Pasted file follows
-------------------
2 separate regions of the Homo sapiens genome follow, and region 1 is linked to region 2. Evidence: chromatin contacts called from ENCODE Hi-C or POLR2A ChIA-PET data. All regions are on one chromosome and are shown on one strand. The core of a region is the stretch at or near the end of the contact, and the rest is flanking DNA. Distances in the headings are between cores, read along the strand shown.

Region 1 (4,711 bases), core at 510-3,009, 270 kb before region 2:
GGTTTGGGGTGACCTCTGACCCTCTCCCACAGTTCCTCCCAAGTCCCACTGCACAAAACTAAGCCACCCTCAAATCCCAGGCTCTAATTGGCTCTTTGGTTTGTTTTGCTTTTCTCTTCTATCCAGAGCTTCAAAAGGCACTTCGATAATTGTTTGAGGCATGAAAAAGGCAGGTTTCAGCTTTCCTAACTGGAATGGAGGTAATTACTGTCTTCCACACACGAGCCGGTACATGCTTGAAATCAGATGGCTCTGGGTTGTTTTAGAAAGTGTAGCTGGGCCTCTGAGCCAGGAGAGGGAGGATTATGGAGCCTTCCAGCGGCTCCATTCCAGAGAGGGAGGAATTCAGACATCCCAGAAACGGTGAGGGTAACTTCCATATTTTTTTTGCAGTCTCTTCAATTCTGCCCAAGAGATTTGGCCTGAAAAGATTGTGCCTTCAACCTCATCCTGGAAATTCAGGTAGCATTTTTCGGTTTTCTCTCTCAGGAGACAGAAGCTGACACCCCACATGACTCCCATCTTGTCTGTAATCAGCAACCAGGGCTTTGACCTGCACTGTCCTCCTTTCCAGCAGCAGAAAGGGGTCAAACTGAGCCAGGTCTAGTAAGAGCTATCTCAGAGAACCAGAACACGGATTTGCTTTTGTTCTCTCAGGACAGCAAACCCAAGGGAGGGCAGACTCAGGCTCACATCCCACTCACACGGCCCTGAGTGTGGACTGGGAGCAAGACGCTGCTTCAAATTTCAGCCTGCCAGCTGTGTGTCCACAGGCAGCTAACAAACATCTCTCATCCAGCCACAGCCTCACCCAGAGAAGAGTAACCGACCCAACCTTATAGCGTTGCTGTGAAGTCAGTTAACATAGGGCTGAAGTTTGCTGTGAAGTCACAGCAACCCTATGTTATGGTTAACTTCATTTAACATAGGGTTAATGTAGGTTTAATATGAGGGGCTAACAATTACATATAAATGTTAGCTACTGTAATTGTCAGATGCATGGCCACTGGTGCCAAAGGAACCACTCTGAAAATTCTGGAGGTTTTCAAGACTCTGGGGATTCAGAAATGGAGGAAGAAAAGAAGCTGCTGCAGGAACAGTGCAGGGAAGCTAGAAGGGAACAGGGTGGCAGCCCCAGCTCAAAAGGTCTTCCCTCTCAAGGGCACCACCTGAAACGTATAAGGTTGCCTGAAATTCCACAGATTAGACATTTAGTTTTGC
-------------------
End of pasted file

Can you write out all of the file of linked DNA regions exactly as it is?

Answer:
2 separate regions of the Homo sapiens genome follow, and region 1 is linked to region 2. Evidence: chromatin contacts called from ENCODE Hi-C or POLR2A ChIA-PET data. All regions are on one chromosome and are shown on one strand. The core of a region is the stretch at or near the end of the contact, and the rest is flanking DNA. Distances in the headings are between cores, read along the strand shown.

Region 1 (4,711 bases), core at 510-3,009, 270 kb before region 2:
GGTTTGGGGTGACCTCTGACCCTCTCCCACAGTTCCTCCCAAGTCCCACTGCACAAAACTAAGCCACCCTCAAATCCCAGGCTCTAATTGGCTCTTTGGTTTGTTTTGCTTTTCTCTTCTATCCAGAGCTTCAAAAGGCACTTCGATAATTGTTTGAGGCATGAAAAAGGCAGGTTTCAGCTTTCCTAACTGGAATGGAGGTAATTACTGTCTTCCACACACGAGCCGGTACATGCTTGAAATCAGATGGCTCTGGGTTGTTTTAGAAAGTGTAGCTGGGCCTCTGAGCCAGGAGAGGGAGGATTATGGAGCCTTCCAGCGGCTCCATTCCAGAGAGGGAGGAATTCAGACATCCCAGAAACGGTGAGGGTAACTTCCATATTTTTTTTGCAGTCTCTTCAATTCTGCCCAAGAGATTTGGCCTGAAAAGATTGTGCCTTCAACCTCATCCTGGAAATTCAGGTAGCATTTTTCGGTTTTCTCTCTCAGGAGACAGAAGCTGACACCCCACATGACTCCCATCTTGTCTGTAATCAGCAACCAGGGCTTTGACCTGCACTGTCCTCCTTTCCAGCAGCAGAAAGGGGTCAAACTGAGCCAGGTCTAGTAAGAGCTATCTCAGAGAACCAGAACACGGATTTGCTTTTGTTCTCTCAGGACAGCAAACCCAAGGGAGGGCAGACTCAGGCTCACATCCCACTCACACGGCCCTGAGTGTGGACTGGGAGCAAGACGCTGCTTCAAATTTCAGCCTGCCAGCTGTGTGTCCACAGGCAGCTAACAAACATCTCTCATCCAGCCACAGCCTCACCCAGAGAAGAGTAACCGACCCAACCTTATAGCGTTGCTGTGAAGTCAGTTAACATAGGGCTGAAGTTTGCTGTGAAGTCACAGCAACCCTATGTTATGGTTAACTTCATTTAACATAGGGTTAATGTAGGTTTAATATGAGGGGCTAACAATTACATATAAATGTTAGCTACTGTAATTGTCAGATGCATGGCCACTGGTGCCAAAGGAACCACTCTGAAAATTCTGGAGGTTTTCAAGACTCTGGGGATTCAGAAATGGAGGAAGAAAAGAAGCTGCTGCAGGAACAGTGCAGGGAAGCTAGAAGGGAACAGGGTGGCAGCCCCAGCTCAAAAGGTCTTCCCTCTCAAGGGCACCACCTGAAACGTATAAGGTTGCCTGAAATTCCACAGATTAGACATTTAGTTTTGC